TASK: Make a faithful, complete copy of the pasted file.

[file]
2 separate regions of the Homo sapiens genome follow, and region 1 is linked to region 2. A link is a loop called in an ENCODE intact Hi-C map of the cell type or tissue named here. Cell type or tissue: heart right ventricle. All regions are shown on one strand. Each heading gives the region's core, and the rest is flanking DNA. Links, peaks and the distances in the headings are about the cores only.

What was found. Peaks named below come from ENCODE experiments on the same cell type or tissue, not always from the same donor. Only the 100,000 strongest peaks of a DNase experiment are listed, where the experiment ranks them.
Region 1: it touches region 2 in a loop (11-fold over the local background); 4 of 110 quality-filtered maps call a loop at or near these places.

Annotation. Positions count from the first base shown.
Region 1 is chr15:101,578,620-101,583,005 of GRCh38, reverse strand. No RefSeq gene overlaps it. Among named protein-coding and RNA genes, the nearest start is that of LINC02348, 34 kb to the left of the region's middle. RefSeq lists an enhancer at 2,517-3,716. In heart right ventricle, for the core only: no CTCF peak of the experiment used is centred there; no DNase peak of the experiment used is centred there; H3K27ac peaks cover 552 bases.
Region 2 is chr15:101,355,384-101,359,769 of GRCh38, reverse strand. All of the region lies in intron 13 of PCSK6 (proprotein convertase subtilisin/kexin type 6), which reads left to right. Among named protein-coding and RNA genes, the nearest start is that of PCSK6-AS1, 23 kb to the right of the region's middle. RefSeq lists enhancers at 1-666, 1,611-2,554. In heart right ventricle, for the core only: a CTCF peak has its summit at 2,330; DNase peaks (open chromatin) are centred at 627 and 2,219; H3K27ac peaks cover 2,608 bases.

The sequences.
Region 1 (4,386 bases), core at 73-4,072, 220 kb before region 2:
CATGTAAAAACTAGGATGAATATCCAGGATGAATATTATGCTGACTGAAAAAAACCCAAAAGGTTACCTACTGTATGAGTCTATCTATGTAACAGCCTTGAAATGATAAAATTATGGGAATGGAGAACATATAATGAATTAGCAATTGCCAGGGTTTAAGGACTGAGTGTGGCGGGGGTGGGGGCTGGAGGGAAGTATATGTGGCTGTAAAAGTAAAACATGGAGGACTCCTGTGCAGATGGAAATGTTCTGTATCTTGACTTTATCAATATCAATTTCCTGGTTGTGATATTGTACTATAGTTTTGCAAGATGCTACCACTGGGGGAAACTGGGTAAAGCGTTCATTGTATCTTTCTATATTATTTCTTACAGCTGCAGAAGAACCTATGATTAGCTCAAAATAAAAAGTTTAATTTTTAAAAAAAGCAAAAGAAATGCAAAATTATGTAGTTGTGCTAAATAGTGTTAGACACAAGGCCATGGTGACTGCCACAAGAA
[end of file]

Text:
2 separate regions of the Homo sapiens genome follow, and region 1 is linked to region 2. A link is a loop called in an ENCODE intact Hi-C map of the cell type or tissue named here. Cell type or tissue: heart right ventricle. All regions are shown on one strand. Each heading gives the region's core, and the rest is flanking DNA. Links, peaks and the distances in the headings are about the cores only.

What was found. Peaks named below come from ENCODE experiments on the same cell type or tissue, not always from the same donor. Only the 100,000 strongest peaks of a DNase experiment are listed, where the experiment ranks them.
Region 1: it touches region 2 in a loop (11-fold over the local background); 4 of 110 quality-filtered maps call a loop at or near these places.

Annotation. Positions count from the first base shown.
Region 1 is chr15:101,578,620-101,583,005 of GRCh38, reverse strand. No RefSeq gene overlaps it. Among named protein-coding and RNA genes, the nearest start is that of LINC02348, 34 kb to the left of the region's middle. RefSeq lists an enhancer at 2,517-3,716. In heart right ventricle, for the core only: no CTCF peak of the experiment used is centred there; no DNase peak of the experiment used is centred there; H3K27ac peaks cover 552 bases.
Region 2 is chr15:101,355,384-101,359,769 of GRCh38, reverse strand. All of the region lies in intron 13 of PCSK6 (proprotein convertase subtilisin/kexin type 6), which reads left to right. Among named protein-coding and RNA genes, the nearest start is that of PCSK6-AS1, 23 kb to the right of the region's middle. RefSeq lists enhancers at 1-666, 1,611-2,554. In heart right ventricle, for the core only: a CTCF peak has its summit at 2,330; DNase peaks (open chromatin) are centred at 627 and 2,219; H3K27ac peaks cover 2,608 bases.

The sequences.
Region 1 (4,386 bases), core at 73-4,072, 220 kb before region 2:
CATGTAAAAACTAGGATGAATATCCAGGATGAATATTATGCTGACTGAAAAAAACCCAAAAGGTTACCTACTGTATGAGTCTATCTATGTAACAGCCTTGAAATGATAAAATTATGGGAATGGAGAACATATAATGAATTAGCAATTGCCAGGGTTTAAGGACTGAGTGTGGCGGGGGTGGGGGCTGGAGGGAAGTATATGTGGCTGTAAAAGTAAAACATGGAGGACTCCTGTGCAGATGGAAATGTTCTGTATCTTGACTTTATCAATATCAATTTCCTGGTTGTGATATTGTACTATAGTTTTGCAAGATGCTACCACTGGGGGAAACTGGGTAAAGCGTTCATTGTATCTTTCTATATTATTTCTTACAGCTGCAGAAGAACCTATGATTAGCTCAAAATAAAAAGTTTAATTTTTAAAAAAAGCAAAAGAAATGCAAAATTATGTAGTTGTGCTAAATAGTGTTAGACACAAGGCCATGGTGACTGCCACAAGAA